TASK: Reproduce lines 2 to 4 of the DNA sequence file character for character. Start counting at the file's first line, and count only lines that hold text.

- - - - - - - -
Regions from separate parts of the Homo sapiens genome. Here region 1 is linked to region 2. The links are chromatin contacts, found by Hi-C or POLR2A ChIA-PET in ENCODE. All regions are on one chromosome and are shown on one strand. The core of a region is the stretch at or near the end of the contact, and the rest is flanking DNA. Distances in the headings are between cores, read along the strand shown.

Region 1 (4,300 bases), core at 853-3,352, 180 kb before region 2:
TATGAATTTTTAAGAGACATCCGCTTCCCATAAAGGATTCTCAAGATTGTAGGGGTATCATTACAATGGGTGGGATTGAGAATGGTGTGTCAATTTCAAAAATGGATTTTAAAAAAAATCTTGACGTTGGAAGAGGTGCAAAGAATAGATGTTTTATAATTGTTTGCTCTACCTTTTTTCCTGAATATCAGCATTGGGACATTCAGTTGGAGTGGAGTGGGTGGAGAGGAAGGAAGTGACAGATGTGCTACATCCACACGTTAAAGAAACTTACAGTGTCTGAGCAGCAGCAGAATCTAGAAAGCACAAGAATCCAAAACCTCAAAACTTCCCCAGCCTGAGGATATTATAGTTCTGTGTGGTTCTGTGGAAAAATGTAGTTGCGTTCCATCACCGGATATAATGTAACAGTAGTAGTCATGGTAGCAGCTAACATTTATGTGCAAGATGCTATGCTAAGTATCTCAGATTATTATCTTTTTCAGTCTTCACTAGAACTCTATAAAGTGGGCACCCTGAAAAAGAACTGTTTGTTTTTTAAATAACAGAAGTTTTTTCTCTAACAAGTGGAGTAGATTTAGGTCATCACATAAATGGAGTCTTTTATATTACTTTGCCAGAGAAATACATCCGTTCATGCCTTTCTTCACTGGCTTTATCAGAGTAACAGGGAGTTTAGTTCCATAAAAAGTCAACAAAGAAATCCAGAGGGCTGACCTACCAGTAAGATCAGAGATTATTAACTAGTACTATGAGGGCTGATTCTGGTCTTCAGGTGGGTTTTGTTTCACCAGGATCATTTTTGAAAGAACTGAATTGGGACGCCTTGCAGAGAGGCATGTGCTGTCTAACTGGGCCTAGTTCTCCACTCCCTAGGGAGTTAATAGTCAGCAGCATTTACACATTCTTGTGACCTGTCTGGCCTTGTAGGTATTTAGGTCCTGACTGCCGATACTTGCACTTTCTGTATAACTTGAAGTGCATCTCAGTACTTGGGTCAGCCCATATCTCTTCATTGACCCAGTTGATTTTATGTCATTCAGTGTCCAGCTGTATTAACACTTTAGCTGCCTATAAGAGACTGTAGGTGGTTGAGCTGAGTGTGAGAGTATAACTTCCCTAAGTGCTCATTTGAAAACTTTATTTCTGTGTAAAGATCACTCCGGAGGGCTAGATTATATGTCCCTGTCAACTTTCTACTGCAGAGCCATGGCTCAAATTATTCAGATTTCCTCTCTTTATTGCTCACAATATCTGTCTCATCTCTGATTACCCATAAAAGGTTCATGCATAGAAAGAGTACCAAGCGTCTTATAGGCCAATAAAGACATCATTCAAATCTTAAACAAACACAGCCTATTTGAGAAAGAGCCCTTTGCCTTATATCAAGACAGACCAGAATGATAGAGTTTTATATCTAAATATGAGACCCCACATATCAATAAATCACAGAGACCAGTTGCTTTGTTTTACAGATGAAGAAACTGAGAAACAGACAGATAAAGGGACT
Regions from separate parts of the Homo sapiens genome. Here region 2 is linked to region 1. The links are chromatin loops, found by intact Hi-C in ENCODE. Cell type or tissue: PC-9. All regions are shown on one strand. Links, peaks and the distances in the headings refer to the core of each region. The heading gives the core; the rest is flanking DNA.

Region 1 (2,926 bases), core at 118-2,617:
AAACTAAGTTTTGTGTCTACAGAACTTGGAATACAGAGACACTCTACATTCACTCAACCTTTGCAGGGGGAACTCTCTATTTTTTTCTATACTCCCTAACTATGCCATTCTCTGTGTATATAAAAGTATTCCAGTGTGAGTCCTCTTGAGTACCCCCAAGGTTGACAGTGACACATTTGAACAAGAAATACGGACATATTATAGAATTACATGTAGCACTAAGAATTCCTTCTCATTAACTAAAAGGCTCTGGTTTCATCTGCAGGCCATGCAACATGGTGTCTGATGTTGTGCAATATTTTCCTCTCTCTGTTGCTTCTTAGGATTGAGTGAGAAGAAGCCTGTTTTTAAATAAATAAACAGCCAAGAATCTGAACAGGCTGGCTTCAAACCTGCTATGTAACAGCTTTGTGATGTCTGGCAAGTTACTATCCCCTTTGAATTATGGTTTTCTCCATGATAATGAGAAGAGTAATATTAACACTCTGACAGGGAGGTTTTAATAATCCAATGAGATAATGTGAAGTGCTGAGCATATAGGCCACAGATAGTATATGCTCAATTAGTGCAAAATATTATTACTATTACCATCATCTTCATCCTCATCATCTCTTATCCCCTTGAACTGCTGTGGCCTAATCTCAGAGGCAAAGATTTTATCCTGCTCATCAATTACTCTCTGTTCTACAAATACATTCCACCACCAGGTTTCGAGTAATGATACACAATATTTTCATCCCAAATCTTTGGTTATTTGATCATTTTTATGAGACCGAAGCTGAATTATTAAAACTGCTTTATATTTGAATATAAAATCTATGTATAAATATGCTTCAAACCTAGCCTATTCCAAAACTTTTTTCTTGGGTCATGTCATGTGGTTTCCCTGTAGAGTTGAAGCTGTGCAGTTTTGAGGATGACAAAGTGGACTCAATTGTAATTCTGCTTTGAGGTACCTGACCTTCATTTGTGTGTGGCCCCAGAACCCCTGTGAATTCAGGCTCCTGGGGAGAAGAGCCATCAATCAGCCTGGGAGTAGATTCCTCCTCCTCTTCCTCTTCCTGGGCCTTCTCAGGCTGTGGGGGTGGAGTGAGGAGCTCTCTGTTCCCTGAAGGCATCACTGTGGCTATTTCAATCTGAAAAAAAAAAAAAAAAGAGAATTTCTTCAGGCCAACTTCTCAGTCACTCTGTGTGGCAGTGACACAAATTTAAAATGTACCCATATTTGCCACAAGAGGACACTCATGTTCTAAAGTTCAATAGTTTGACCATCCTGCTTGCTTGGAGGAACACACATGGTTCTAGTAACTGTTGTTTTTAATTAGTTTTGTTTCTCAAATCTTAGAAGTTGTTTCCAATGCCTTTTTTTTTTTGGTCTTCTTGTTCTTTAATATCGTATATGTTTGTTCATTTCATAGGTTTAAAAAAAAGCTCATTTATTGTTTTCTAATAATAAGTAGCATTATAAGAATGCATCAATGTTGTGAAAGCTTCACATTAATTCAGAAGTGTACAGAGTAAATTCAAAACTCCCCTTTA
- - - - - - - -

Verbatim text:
Region 1 (4,300 bases), core at 853-3,352, 180 kb before region 2:
TATGAATTTTTAAGAGACATCCGCTTCCCATAAAGGATTCTCAAGATTGTAGGGGTATCATTACAATGGGTGGGATTGAGAATGGTGTGTCAATTTCAAAAATGGATTTTAAAAAAAATCTTGACGTTGGAAGAGGTGCAAAGAATAGATGTTTTATAATTGTTTGCTCTACCTTTTTTCCTGAATATCAGCATTGGGACATTCAGTTGGAGTGGAGTGGGTGGAGAGGAAGGAAGTGACAGATGTGCTACATCCACACGTTAAAGAAACTTACAGTGTCTGAGCAGCAGCAGAATCTAGAAAGCACAAGAATCCAAAACCTCAAAACTTCCCCAGCCTGAGGATATTATAGTTCTGTGTGGTTCTGTGGAAAAATGTAGTTGCGTTCCATCACCGGATATAATGTAACAGTAGTAGTCATGGTAGCAGCTAACATTTATGTGCAAGATGCTATGCTAAGTATCTCAGATTATTATCTTTTTCAGTCTTCACTAGAACTCTATAAAGTGGGCACCCTGAAAAAGAACTGTTTGTTTTTTAAATAACAGAAGTTTTTTCTCTAACAAGTGGAGTAGATTTAGGTCATCACATAAATGGAGTCTTTTATATTACTTTGCCAGAGAAATACATCCGTTCATGCCTTTCTTCACTGGCTTTATCAGAGTAACAGGGAGTTTAGTTCCATAAAAAGTCAACAAAGAAATCCAGAGGGCTGACCTACCAGTAAGATCAGAGATTATTAACTAGTACTATGAGGGCTGATTCTGGTCTTCAGGTGGGTTTTGTTTCACCAGGATCATTTTTGAAAGAACTGAATTGGGACGCCTTGCAGAGAGGCATGTGCTGTCTAACTGGGCCTAGTTCTCCACTCCCTAGGGAGTTAATAGTCAGCAGCATTTACACATTCTTGTGACCTGTCTGGCCTTGTAGGTATTTAGGTCCTGACTGCCGATACTTGCACTTTCTGTATAACTTGAAGTGCATCTCAGTACTTGGGTCAGCCCATATCTCTTCATTGACCCAGTTGATTTTATGTCATTCAGTGTCCAGCTGTATTAACACTTTAGCTGCCTATAAGAGACTGTAGGTGGTTGAGCTGAGTGTGAGAGTATAACTTCCCTAAGTGCTCATTTGAAAACTTTATTTCTGTGTAAAGATCACTCCGGAGGGCTAGATTATATGTCCCTGTCAACTTTCTACTGCAGAGCCATGGCTCAAATTATTCAGATTTCCTCTCTTTATTGCTCACAATATCTGTCTCATCTCTGATTACCCATAAAAGGTTCATGCATAGAAAGAGTACCAAGCGTCTTATAGGCCAATAAAGACATCATTCAAATCTTAAACAAACACAGCCTATTTGAGAAAGAGCCCTTTGCCTTATATCAAGACAGACCAGAATGATAGAGTTTTATATCTAAATATGAGACCCCACATATCAATAAATCACAGAGACCAGTTGCTTTGTTTTACAGATGAAGAAACTGAGAAACAGACAGATAAAGGGACT
Regions from separate parts of the Homo sapiens genome. Here region 2 is linked to region 1. The links are chromatin loops, found by intact Hi-C in ENCODE. Cell type or tissue: PC-9. All regions are shown on one strand. Links, peaks and the distances in the headings refer to the core of each region. The heading gives the core; the rest is flanking DNA.